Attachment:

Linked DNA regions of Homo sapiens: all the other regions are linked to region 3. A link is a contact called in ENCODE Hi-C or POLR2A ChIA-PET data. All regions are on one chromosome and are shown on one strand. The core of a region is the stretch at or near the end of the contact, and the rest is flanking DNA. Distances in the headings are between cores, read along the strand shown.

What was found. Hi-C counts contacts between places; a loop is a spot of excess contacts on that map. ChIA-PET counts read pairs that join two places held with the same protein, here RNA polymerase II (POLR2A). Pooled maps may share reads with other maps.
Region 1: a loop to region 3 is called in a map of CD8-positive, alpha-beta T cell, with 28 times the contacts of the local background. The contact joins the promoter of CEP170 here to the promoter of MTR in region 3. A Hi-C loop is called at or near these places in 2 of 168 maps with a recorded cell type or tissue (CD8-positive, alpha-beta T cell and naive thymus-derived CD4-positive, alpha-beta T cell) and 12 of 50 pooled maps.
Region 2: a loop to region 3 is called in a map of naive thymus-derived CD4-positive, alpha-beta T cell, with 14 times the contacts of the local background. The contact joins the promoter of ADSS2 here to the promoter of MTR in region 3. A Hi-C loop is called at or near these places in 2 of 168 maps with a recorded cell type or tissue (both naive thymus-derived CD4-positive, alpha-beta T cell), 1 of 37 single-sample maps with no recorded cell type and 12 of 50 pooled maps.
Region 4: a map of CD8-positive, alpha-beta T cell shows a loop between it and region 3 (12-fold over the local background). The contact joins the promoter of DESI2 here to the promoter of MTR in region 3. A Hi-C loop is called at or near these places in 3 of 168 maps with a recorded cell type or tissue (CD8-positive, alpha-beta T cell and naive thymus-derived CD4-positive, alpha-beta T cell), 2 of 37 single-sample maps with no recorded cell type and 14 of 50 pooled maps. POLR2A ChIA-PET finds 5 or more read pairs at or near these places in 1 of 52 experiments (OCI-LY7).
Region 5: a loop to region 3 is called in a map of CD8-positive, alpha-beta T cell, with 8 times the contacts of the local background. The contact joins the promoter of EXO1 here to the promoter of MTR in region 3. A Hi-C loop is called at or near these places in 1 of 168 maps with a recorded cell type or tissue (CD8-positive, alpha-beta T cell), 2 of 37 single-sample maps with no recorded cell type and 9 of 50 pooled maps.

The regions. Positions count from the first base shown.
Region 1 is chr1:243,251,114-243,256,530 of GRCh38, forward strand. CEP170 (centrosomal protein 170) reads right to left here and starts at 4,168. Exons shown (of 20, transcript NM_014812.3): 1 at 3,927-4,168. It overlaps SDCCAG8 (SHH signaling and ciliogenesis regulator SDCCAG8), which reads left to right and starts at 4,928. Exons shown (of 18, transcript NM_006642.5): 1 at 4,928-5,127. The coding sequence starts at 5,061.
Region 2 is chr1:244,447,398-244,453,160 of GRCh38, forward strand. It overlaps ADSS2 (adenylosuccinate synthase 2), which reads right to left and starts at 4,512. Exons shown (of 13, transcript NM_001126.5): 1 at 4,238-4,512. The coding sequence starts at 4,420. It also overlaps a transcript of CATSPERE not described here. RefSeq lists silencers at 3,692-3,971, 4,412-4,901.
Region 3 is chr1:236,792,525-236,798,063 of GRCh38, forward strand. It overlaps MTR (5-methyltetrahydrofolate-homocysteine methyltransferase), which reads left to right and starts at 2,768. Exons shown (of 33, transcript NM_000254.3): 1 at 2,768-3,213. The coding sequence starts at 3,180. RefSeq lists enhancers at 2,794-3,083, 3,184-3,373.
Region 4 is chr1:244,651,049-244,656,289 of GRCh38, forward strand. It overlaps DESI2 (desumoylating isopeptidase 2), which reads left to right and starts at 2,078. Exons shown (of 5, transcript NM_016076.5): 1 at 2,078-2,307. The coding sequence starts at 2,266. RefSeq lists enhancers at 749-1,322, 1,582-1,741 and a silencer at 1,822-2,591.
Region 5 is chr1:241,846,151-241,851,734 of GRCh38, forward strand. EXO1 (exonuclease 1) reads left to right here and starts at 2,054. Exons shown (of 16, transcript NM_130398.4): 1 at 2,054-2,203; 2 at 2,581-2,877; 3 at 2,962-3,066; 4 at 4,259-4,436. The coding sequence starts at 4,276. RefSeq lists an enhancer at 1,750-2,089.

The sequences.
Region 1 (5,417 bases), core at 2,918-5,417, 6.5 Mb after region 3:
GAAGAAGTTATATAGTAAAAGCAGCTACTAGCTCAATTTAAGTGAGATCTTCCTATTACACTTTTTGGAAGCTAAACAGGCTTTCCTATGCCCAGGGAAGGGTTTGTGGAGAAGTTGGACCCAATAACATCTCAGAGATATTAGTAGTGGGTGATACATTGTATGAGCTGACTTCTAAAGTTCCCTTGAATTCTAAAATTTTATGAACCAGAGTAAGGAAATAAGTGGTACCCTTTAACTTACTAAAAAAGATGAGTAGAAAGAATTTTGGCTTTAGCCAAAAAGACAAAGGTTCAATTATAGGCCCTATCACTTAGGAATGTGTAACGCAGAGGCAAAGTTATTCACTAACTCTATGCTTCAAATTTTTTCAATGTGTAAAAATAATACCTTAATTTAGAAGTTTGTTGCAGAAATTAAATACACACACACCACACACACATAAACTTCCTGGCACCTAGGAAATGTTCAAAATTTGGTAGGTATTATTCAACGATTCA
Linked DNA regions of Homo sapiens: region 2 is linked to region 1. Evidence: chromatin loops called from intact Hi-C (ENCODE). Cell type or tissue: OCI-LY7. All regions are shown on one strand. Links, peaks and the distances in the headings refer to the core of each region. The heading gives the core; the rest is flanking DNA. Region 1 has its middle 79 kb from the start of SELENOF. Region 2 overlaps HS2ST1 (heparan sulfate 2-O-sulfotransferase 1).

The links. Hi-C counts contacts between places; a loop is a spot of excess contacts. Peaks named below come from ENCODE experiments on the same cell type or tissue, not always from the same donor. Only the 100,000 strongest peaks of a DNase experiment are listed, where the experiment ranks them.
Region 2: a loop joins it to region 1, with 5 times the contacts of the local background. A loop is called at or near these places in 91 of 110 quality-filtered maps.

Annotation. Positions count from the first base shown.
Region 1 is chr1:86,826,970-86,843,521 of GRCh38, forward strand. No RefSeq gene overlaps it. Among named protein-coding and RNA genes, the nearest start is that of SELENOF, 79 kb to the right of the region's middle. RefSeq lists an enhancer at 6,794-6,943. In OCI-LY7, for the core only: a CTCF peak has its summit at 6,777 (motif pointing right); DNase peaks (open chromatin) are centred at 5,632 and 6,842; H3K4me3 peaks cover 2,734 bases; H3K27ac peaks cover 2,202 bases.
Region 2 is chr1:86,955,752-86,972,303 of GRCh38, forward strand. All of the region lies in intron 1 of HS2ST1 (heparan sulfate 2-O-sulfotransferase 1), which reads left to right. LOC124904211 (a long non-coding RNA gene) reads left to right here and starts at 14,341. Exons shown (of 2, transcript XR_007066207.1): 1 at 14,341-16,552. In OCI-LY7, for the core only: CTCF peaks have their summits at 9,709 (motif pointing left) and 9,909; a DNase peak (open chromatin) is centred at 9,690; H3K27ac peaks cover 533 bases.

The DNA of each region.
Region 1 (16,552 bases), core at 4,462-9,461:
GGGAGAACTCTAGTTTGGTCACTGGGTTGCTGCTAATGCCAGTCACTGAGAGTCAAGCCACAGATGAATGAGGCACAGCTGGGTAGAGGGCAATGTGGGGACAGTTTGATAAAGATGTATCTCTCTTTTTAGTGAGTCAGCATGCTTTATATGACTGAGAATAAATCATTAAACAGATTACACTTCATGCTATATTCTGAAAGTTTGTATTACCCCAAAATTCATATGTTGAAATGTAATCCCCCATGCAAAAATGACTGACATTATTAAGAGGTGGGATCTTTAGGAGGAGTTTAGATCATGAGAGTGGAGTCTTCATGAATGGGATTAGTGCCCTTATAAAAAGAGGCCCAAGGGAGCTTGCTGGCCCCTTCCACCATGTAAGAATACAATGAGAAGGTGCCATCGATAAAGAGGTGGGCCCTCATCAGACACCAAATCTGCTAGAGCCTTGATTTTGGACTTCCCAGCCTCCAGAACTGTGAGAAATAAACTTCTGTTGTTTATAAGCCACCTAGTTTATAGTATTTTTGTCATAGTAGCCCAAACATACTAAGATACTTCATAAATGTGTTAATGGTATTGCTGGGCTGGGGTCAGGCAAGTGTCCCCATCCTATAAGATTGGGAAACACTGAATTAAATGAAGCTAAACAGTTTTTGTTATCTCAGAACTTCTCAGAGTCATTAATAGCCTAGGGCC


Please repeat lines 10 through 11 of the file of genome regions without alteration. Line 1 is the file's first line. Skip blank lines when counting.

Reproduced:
Region 3 is chr1:236,792,525-236,798,063 of GRCh38, forward strand. It overlaps MTR (5-methyltetrahydrofolate-homocysteine methyltransferase), which reads left to right and starts at 2,768. Exons shown (of 33, transcript NM_000254.3): 1 at 2,768-3,213. The coding sequence starts at 3,180. RefSeq lists enhancers at 2,794-3,083, 3,184-3,373.
Region 4 is chr1:244,651,049-244,656,289 of GRCh38, forward strand. It overlaps DESI2 (desumoylating isopeptidase 2), which reads left to right and starts at 2,078. Exons shown (of 5, transcript NM_016076.5): 1 at 2,078-2,307. The coding sequence starts at 2,266. RefSeq lists enhancers at 749-1,322, 1,582-1,741 and a silencer at 1,822-2,591.